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-Definitely.

-Do you think you might have paid a bit too much?

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A little bit too much, yes!

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Well, I reckon at auction -

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you might have bought a bargain, you don't know -

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£60 to £100, as an estimate.

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-You paid too much, didn't you?

-Yes!

-Your face!

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I'm sorry. You never know.

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It might absolutely fly and do really well.

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But if it does, then you will have done really, really well.

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-Thank you very much.

-Thank you.

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From a "Flog It!" first to a "Flog It!" classic. Over to Anita.

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Tina, welcome to "Flog It!"!

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It's lovely to have you along and thank you

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-for bringing in our old favourite, Clarice Cliff.

-Yes.

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We see lots of Clarice on the programme.

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Some people love it, some people hate it. I love it. What about you?

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I absolutely love Clarice Cliff. I have done now for 30-odd years.

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-How did you come by this lot?

-It was from a house clearance.

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My mum helped our old neighbour clear her sister's house

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and this was part of some pottery

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that she put in the back of the cupboard.

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When I discovered this was Clarice Cliff when I was about 18,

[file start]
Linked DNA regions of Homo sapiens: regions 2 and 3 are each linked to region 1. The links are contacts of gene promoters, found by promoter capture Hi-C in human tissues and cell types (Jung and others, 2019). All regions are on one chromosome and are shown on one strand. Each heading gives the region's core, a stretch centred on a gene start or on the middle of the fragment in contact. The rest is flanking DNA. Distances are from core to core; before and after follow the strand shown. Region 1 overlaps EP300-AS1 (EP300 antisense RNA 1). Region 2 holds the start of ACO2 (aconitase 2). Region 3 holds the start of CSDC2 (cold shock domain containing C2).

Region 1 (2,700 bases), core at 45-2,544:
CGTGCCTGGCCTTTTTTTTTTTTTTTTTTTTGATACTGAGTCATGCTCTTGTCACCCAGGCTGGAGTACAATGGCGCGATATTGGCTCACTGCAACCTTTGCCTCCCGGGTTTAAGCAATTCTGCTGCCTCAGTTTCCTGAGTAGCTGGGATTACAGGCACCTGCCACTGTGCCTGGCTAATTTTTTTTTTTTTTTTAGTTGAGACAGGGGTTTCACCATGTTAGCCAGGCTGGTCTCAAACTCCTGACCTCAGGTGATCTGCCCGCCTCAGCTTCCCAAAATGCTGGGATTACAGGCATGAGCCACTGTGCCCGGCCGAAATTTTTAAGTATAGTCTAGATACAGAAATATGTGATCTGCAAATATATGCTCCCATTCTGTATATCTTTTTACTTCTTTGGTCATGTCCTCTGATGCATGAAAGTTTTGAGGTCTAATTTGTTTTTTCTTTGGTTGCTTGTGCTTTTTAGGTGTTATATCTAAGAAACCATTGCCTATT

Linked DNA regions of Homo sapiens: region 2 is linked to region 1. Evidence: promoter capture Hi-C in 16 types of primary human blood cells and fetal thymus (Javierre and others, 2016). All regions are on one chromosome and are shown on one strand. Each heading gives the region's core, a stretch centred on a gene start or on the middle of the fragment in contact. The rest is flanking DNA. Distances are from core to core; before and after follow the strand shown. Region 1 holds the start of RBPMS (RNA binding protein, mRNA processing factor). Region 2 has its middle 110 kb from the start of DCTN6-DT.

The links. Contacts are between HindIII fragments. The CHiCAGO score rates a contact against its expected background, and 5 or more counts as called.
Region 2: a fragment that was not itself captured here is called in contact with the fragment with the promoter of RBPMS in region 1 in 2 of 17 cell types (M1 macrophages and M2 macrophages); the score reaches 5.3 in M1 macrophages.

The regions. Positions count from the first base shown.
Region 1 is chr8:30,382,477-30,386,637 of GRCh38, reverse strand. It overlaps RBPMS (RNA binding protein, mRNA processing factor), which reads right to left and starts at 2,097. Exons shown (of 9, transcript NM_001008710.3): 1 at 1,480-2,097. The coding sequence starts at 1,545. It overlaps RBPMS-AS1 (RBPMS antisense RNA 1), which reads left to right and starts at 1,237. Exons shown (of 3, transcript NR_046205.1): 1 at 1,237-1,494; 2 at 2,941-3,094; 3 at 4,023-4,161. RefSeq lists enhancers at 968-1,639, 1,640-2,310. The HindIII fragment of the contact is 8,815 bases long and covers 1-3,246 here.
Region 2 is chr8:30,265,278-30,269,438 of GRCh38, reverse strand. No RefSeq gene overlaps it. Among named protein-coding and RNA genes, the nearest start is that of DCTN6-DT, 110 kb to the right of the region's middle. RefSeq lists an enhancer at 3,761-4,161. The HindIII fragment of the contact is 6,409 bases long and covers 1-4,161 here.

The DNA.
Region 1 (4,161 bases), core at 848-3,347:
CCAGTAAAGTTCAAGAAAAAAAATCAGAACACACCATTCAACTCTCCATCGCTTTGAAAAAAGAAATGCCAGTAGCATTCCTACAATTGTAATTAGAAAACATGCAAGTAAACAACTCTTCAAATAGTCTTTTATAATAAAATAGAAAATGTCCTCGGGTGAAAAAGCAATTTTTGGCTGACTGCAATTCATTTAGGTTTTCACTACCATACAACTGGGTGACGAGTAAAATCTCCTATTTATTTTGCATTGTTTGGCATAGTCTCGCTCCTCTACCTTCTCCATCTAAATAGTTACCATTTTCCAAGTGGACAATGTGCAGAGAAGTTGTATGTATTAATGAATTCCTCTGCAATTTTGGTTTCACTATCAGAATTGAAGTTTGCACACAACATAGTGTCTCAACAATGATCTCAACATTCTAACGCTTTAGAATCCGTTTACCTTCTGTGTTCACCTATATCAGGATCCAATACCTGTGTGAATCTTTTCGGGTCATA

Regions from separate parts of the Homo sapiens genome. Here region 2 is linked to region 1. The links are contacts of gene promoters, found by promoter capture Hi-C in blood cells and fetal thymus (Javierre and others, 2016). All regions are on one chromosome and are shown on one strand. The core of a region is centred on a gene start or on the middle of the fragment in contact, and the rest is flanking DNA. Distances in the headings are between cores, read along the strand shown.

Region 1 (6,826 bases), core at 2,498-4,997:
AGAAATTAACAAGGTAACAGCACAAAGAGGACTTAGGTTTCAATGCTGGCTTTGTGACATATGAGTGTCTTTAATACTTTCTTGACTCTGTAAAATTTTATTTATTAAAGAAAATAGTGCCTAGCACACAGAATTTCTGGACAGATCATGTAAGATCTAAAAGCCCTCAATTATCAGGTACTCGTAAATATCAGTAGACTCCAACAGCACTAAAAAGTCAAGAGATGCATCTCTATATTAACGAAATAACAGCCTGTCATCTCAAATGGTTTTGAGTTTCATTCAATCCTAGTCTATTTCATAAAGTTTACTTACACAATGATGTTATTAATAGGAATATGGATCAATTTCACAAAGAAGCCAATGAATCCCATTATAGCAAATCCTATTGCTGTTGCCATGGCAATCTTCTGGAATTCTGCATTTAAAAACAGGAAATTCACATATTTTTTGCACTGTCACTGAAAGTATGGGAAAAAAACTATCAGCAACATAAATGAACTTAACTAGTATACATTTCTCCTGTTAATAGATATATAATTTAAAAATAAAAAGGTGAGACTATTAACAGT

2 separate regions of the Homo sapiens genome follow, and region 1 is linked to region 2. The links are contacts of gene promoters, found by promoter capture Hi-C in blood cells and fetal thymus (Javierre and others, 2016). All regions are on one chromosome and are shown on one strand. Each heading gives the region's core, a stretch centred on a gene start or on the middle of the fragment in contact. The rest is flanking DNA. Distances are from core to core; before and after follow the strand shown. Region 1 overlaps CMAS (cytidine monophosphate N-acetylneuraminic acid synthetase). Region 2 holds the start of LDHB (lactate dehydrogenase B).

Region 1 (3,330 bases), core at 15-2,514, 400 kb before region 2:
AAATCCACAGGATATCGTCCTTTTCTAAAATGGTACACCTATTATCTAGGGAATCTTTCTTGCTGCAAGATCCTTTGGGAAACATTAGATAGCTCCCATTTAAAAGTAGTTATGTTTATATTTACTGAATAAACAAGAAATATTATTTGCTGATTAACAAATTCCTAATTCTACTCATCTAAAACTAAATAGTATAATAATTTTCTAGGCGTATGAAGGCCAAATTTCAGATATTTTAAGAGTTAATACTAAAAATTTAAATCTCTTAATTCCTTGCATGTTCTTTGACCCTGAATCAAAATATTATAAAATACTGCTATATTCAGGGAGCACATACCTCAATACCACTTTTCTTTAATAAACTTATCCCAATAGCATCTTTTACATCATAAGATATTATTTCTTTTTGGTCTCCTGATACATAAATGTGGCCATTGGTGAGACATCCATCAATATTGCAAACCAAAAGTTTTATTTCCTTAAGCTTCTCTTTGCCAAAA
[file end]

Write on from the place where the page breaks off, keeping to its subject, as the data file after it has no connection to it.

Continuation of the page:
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this started my collection.

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-So, this started a love affair with Clarice Cliff's work?

-Yes.

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-Yes, it did.

-So, why have you brought this in today?

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I mean, I've got some of these pieces out of newspaper

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-that has got the 2001 date on.

-You haven't had it out since then?

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-No. No.

-So it's time to pass it on.

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I just love it and I think that somebody else will as well.

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I mean, I love Clarice Cliff.

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She was a poor girl who became enormously successful

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in her designs in the pottery trade.

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Wonderful, wonderful designs which were ground-breaking.

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This little coffee set is the Sundew pattern

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and it was done for the 1930s.

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We've got six cups, six saucers, a coffee pot here, sugar,

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cream and a little jam dish.

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But I did notice, Tina, that we have some damage on the coffee pot.

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That's right.

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So that's the only thing that worries me a little bit, the crack.

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And it's quite a substantial crack

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which goes the full length of the pot.

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But we still have our six cups and saucers,

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we still have our sugar and cream and we still have our jam pot.

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Estimate on this, I would say maybe £150 to £200.

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It would be more if we had, you know...

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-if everything was in good condition.

-I know. I realise.

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-Would you be happy to pass it on at that price?

-Yes.

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-Shall we go for it?

-Absolutely.

-OK.

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-£150 to £250. Keep it wide.

-Yeah.

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With a reserve of maybe round about 130 on it.

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-Yes. I agree with that.

-We'll do that.